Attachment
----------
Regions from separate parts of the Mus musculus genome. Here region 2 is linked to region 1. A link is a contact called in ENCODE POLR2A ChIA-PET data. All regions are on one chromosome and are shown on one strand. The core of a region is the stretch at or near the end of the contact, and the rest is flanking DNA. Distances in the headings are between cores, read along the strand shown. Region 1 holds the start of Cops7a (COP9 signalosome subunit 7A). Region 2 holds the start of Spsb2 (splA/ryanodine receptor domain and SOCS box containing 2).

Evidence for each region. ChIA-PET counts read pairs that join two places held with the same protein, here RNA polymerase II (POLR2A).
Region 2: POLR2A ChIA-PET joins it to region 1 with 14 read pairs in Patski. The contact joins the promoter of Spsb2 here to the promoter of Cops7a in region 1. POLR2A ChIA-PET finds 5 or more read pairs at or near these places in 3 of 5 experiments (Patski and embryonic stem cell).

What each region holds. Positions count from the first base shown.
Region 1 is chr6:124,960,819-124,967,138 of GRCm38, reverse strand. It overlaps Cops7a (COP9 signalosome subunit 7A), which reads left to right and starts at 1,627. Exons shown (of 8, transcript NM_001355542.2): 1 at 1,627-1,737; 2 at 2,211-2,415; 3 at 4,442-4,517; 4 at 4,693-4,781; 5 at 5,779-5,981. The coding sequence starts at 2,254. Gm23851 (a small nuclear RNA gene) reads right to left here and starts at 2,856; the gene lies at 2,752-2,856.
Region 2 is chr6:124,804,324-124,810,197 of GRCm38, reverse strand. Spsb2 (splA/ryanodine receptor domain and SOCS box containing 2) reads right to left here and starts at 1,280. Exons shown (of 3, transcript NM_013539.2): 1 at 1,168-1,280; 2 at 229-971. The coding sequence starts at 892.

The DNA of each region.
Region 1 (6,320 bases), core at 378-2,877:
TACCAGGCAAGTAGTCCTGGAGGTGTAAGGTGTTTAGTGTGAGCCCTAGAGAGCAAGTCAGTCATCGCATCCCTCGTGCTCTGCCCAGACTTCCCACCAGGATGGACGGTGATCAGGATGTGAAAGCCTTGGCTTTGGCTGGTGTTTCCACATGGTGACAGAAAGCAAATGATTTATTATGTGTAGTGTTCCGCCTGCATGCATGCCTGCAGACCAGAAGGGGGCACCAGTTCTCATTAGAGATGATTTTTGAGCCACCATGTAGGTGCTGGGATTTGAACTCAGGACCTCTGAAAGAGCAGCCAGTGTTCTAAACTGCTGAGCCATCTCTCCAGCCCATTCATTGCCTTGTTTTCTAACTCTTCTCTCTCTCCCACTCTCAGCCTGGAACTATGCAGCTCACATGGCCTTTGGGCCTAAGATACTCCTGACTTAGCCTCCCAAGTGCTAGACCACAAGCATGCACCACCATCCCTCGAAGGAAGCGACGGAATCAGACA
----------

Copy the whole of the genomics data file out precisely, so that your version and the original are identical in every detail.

Regions from separate parts of the Mus musculus genome. Here region 2 is linked to region 1. A link is a contact called in ENCODE POLR2A ChIA-PET data. All regions are on one chromosome and are shown on one strand. The core of a region is the stretch at or near the end of the contact, and the rest is flanking DNA. Distances in the headings are between cores, read along the strand shown. Region 1 holds the start of Cops7a (COP9 signalosome subunit 7A). Region 2 holds the start of Spsb2 (splA/ryanodine receptor domain and SOCS box containing 2).

Evidence for each region. ChIA-PET counts read pairs that join two places held with the same protein, here RNA polymerase II (POLR2A).
Region 2: POLR2A ChIA-PET joins it to region 1 with 14 read pairs in Patski. The contact joins the promoter of Spsb2 here to the promoter of Cops7a in region 1. POLR2A ChIA-PET finds 5 or more read pairs at or near these places in 3 of 5 experiments (Patski and embryonic stem cell).

What each region holds. Positions count from the first base shown.
Region 1 is chr6:124,960,819-124,967,138 of GRCm38, reverse strand. It overlaps Cops7a (COP9 signalosome subunit 7A), which reads left to right and starts at 1,627. Exons shown (of 8, transcript NM_001355542.2): 1 at 1,627-1,737; 2 at 2,211-2,415; 3 at 4,442-4,517; 4 at 4,693-4,781; 5 at 5,779-5,981. The coding sequence starts at 2,254. Gm23851 (a small nuclear RNA gene) reads right to left here and starts at 2,856; the gene lies at 2,752-2,856.
Region 2 is chr6:124,804,324-124,810,197 of GRCm38, reverse strand. Spsb2 (splA/ryanodine receptor domain and SOCS box containing 2) reads right to left here and starts at 1,280. Exons shown (of 3, transcript NM_013539.2): 1 at 1,168-1,280; 2 at 229-971. The coding sequence starts at 892.

The DNA of each region.
Region 1 (6,320 bases), core at 378-2,877:
TACCAGGCAAGTAGTCCTGGAGGTGTAAGGTGTTTAGTGTGAGCCCTAGAGAGCAAGTCAGTCATCGCATCCCTCGTGCTCTGCCCAGACTTCCCACCAGGATGGACGGTGATCAGGATGTGAAAGCCTTGGCTTTGGCTGGTGTTTCCACATGGTGACAGAAAGCAAATGATTTATTATGTGTAGTGTTCCGCCTGCATGCATGCCTGCAGACCAGAAGGGGGCACCAGTTCTCATTAGAGATGATTTTTGAGCCACCATGTAGGTGCTGGGATTTGAACTCAGGACCTCTGAAAGAGCAGCCAGTGTTCTAAACTGCTGAGCCATCTCTCCAGCCCATTCATTGCCTTGTTTTCTAACTCTTCTCTCTCTCCCACTCTCAGCCTGGAACTATGCAGCTCACATGGCCTTTGGGCCTAAGATACTCCTGACTTAGCCTCCCAAGTGCTAGACCACAAGCATGCACCACCATCCCTCGAAGGAAGCGACGGAATCAGACA